• Metering Action Plan Summary 2020

    Summary of key actions and objectives.

    In line with the State Non-Urban Water Metering Policy 2020, Southern Rural Water (SRW) has developed a Metering Action Plan (The plan) that sets out our actions in replacing the current fleet of rural water meters, with meters that are ‘pattern approved’. Pattern approval is a certification from the National Measurement Institute that states the accuracy level of the meter in various sizes.

    The objective of the plan is to ensure that all sites that fit the criteria for pattern approved meter installations are scheduled and funded within the timeframes allowed for in the Murray Darling Basin (MDB) compact which was signed by Victoria in 2018. This includes installation of remote telemetry where applicable.

    The plan details how the replacement of some 1640 meters will be achieved within the 2018-2023 pricing plan, and the 2023-2028 pricing plan. No water price or cost implications are planned for or expected in the current pricing plan and all meters not replaced before June 30 2023 will be subject to funding in the next 5 year pricing plan period.

    SRW has a total fleet of around 5,000 surface water and groundwater meters across the southern third of Victoria. Most are mechanical paddle wheel or propellor meters and their age is up to 20 years old. Most pattern approved meters are electronic and contain no internal moving parts. They are highly accurate and have the ability for customers to wire direct to the meter for information access if desired.

    After careful analysis of the resource area using a risk-based approach, SRW has established that around 40% of the groundwater and surface water meter fleet will require upgrading to pattern approved meters.

    To replace 1640 meters SRW will embark on a program where the highest resource risk is evident so that maximum value can be achieved from the earliest point in time. The first areas for replacement are:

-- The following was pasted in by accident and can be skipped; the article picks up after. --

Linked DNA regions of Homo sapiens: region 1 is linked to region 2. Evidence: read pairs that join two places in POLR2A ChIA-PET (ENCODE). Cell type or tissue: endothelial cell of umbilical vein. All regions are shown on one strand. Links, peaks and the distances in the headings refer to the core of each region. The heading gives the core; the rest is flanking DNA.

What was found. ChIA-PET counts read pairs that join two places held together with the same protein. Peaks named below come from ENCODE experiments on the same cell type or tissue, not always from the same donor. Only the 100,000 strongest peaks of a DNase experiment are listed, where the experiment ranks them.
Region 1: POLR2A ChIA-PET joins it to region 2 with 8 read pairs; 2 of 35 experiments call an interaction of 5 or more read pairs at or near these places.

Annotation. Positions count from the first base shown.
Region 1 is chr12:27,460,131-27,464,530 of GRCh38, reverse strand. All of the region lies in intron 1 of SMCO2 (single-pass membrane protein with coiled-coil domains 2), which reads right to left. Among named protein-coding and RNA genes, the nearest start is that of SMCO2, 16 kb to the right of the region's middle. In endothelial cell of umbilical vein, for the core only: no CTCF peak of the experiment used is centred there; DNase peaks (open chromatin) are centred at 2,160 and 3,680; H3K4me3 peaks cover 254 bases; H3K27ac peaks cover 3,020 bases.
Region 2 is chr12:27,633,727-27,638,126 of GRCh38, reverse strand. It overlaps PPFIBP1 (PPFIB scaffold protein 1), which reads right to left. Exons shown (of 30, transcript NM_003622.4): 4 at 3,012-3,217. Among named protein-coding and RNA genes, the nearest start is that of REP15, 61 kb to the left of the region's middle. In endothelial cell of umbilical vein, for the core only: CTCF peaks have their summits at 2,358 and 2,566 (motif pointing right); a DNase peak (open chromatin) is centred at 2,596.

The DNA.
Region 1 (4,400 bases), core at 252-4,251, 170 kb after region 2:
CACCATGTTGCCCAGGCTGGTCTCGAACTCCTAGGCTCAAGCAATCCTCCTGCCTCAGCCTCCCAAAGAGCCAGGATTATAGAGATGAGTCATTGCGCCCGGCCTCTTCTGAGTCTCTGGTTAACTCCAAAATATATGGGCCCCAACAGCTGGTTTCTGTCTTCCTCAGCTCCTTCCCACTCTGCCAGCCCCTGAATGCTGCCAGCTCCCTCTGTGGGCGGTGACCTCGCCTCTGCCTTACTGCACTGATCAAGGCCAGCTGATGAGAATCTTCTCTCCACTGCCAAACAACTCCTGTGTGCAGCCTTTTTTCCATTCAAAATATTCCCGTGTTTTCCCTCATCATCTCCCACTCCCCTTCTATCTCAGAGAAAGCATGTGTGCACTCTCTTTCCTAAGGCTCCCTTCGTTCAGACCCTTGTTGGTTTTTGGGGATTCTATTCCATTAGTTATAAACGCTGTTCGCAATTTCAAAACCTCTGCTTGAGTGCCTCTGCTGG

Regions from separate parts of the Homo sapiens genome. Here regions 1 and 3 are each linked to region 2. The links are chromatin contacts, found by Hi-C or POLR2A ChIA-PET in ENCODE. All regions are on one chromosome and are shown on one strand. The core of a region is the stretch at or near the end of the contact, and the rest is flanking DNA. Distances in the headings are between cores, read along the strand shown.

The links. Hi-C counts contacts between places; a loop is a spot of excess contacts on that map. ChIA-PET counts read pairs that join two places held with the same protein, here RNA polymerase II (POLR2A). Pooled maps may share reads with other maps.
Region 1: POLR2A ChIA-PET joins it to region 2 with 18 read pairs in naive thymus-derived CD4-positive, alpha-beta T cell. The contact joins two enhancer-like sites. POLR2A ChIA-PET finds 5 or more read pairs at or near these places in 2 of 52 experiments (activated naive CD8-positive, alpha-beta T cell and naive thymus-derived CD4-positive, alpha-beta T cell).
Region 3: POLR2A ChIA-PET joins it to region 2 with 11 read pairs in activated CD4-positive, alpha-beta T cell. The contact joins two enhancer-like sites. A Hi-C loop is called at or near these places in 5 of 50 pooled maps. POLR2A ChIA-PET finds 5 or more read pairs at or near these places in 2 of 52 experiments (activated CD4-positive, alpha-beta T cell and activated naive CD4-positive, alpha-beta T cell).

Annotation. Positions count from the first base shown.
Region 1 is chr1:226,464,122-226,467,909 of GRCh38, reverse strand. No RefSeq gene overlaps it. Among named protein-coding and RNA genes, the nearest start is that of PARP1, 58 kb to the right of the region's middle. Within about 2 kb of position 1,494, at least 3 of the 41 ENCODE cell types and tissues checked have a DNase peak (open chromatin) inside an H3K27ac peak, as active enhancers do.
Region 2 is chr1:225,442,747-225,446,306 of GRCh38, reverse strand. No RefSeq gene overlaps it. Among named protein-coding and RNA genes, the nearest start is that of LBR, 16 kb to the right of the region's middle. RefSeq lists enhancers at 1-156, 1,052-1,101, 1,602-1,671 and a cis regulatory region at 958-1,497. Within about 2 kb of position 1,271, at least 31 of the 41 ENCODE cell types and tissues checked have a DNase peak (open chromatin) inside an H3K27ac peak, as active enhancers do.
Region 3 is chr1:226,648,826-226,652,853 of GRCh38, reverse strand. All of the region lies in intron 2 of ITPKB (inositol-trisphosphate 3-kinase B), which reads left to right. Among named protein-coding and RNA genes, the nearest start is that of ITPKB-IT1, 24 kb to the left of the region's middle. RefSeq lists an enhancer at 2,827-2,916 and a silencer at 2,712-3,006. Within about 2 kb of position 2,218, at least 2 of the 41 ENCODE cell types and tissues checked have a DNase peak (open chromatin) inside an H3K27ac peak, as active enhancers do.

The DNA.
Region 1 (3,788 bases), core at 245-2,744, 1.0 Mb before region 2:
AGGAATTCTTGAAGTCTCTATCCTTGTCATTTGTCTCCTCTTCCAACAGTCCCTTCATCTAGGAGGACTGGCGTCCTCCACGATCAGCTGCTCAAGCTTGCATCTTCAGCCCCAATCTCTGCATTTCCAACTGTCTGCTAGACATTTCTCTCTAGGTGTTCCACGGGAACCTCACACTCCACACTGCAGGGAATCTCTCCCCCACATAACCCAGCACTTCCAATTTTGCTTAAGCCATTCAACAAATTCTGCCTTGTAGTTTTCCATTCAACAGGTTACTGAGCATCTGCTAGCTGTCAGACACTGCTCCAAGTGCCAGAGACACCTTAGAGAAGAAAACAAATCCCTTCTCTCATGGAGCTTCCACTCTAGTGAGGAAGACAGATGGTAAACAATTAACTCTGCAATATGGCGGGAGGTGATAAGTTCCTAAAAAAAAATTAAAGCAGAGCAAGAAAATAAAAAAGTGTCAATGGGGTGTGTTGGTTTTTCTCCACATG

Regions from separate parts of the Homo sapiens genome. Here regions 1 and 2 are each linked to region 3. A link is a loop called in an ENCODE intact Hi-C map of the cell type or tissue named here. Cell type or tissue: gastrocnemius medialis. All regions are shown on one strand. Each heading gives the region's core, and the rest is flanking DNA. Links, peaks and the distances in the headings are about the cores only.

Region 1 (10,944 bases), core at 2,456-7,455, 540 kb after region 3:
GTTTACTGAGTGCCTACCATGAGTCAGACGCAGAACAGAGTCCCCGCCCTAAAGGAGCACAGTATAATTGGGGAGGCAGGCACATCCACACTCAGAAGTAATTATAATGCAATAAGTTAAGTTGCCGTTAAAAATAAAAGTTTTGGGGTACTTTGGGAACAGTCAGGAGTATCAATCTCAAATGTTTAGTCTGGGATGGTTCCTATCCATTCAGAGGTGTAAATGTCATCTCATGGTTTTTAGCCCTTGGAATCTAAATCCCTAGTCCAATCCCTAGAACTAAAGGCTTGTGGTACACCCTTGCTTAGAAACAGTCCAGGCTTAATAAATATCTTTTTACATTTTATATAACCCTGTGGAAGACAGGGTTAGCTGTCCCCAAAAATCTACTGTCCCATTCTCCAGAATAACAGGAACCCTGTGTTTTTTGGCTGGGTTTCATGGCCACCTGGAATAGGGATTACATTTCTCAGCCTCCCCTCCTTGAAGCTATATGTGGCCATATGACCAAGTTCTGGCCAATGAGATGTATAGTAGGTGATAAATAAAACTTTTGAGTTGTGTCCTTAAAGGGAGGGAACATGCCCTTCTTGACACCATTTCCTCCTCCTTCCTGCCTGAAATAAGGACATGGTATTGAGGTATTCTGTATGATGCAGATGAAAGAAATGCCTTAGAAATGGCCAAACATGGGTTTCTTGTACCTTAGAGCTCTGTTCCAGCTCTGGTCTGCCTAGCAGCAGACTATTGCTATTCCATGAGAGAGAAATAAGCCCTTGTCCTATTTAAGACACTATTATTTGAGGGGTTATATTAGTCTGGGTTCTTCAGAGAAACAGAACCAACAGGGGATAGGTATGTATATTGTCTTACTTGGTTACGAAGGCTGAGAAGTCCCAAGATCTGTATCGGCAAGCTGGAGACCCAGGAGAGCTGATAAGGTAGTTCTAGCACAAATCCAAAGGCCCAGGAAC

• Mitchell River
    • Latrobe River
    • Sale & Rosedale Groundwater
    • Yarram, Giffard & Denison Groundwater and
    • Bungaree groundwater.

    Remote meter reading telemetry is also part of the obligation of the MDB compact, and SRW are already well into a program of installing remote meter reading telemetry to much of our meter fleet. This program is well advanced, already funded in the current water pricing path and will be completed in the 2022-23 financial year.

    Southern Rural Water is currently modernising the three irrigation districts that we manage in Werribee, Bacchus Marsh and Macalister. New infrastructure is being installed to deliver water in the districts along with (where possible) new meters. Pattern Approved meters are not yet available for open channel low gravity conditions, therefore appropriate state of the art meters are being installed. Pipeline and closed conduit channel situations are receiving pattern approved meters in all districts.

    Southern Rural Water has a number of remnant Dethridge meter outlets in open channels and most of these have been grandfathered until a low-cost accurate meter can be sourced.

    An updated Metering Action Plan will be submitted to the Department of Energy, Environment and Climate Action as the modernisation of the three districts nears completion.